Rotamers- assigned by a simple NMR experiment

Rotamers are conformational isomers where interconversion by rotation around a single bond is restricted and an energy barrier has to be overcome in order to convert one conformer to another.  When this rotation strain barrier is high enough to allow for the isolation of the conformers then the isomers become atropoisomers. Rotamers are however not separable and their existence normally complicates the 1H NMR interpretation. Variable temperature (VT) NMR is the generally preferred method for  studying the equilibration of the rotamers and at low temperatures the spectrum is assigned to the frozen equilibrium and multiple peaks are observed while at higher temperatures the spectrum simplifies as the equivalent peaks are averaged out. Other methods for NMR simplification include the introduction of a complexing agent and solvent switching. All these techniques are inconvenient to the organic synthetic chemist when working on small scale. To overcome this problem, Steve Ley and co-workers have identified that chemical-exchange NMR experiments, such as 1D NOE, can be used to identified resonances corresponding to those protons in chemical exchange processes, therefore distinguishes rotamers form other impurities or even stereoisomers, in a non intrusive way.


In a 1D gradient NOE experiment, a selected peak is irradiated leading to a negative peak at the site of irradiation while those protons connected to the targeted frequency region through space appear as positive peaks (or in the opposite phase to the irradiated peak). On the other hands those protons undergoing chemical exchange with the irradiated protons will appear as negative peaks, (or in the same phase as the irradiated peak). Figure 1 illustrates this, where a chemical-exchange experiment can be used to distinguish sets of rotamers in the presence of diastereoisomers.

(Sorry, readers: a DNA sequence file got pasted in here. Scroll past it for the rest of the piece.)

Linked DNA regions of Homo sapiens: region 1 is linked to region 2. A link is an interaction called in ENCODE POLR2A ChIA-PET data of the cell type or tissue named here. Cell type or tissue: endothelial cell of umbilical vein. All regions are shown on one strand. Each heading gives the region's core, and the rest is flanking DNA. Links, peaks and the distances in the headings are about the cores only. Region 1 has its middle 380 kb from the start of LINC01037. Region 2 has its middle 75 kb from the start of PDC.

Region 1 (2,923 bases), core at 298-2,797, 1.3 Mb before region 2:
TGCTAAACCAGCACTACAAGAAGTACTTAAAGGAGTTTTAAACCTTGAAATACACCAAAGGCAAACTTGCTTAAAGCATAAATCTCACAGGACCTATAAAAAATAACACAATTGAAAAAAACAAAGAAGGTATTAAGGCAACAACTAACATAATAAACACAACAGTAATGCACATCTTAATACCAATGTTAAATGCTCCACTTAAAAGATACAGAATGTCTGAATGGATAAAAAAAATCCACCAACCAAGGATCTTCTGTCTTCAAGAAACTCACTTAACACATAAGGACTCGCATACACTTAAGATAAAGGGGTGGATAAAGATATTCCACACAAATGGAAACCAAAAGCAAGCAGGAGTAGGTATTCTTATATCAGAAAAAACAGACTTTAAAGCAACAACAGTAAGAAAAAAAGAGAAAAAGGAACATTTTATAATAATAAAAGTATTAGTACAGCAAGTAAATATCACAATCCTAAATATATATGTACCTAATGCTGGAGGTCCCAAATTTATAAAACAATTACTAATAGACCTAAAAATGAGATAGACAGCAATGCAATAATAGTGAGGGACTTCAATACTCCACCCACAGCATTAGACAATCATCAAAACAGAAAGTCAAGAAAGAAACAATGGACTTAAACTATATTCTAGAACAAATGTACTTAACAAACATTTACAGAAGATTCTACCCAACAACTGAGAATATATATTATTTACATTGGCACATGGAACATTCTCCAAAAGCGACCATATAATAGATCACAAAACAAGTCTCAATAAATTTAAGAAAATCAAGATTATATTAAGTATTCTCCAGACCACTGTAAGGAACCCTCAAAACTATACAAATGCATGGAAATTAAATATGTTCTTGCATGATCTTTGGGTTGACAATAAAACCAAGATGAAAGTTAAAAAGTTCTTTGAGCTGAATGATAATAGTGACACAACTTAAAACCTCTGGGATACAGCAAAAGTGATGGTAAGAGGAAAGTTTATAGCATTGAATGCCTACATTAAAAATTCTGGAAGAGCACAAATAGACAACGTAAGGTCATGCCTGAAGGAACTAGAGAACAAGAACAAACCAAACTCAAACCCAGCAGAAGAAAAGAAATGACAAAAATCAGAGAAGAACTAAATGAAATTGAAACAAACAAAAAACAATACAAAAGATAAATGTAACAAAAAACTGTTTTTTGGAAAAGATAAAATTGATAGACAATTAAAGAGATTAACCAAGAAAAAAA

Figure 1. (a) 1H NMR spectrum of a sample containing 3 and 4. Four NMR resonances (I, II, III, and IV) are observed corresponding to protons HA and HB in 3, 4, and their respective rotamers. (b) 1D gradient NOE spectrum after selective excitation of the resonance at 4.59 ppm (I) produces a single downfield resonance in the same phase at 4.28 ppm (III), indicating that resonances I and III belong to two rotamers of the same diastereomer (3) and that resonances due to one diastereomer do not transfer spin information via chemical exchange to the other. (c) 1D gradient NOE spectrum after selective excitation of the diastereomeric peak at 4.52 ppm (II) also produces a single downfield peak in the same phase (IV), indicating that resonances II and IV belong to two rotamers of the same diastereomer (4). Only the 5.2−4.1 ppm region is shown for clarity

Recently this technique has been applied by Proksch et al. to unambiguously determine the presence of four rotamers in two new depsipeptides. In this publication, they have also used 2D ROESY or NOESY experiments to find the same results.





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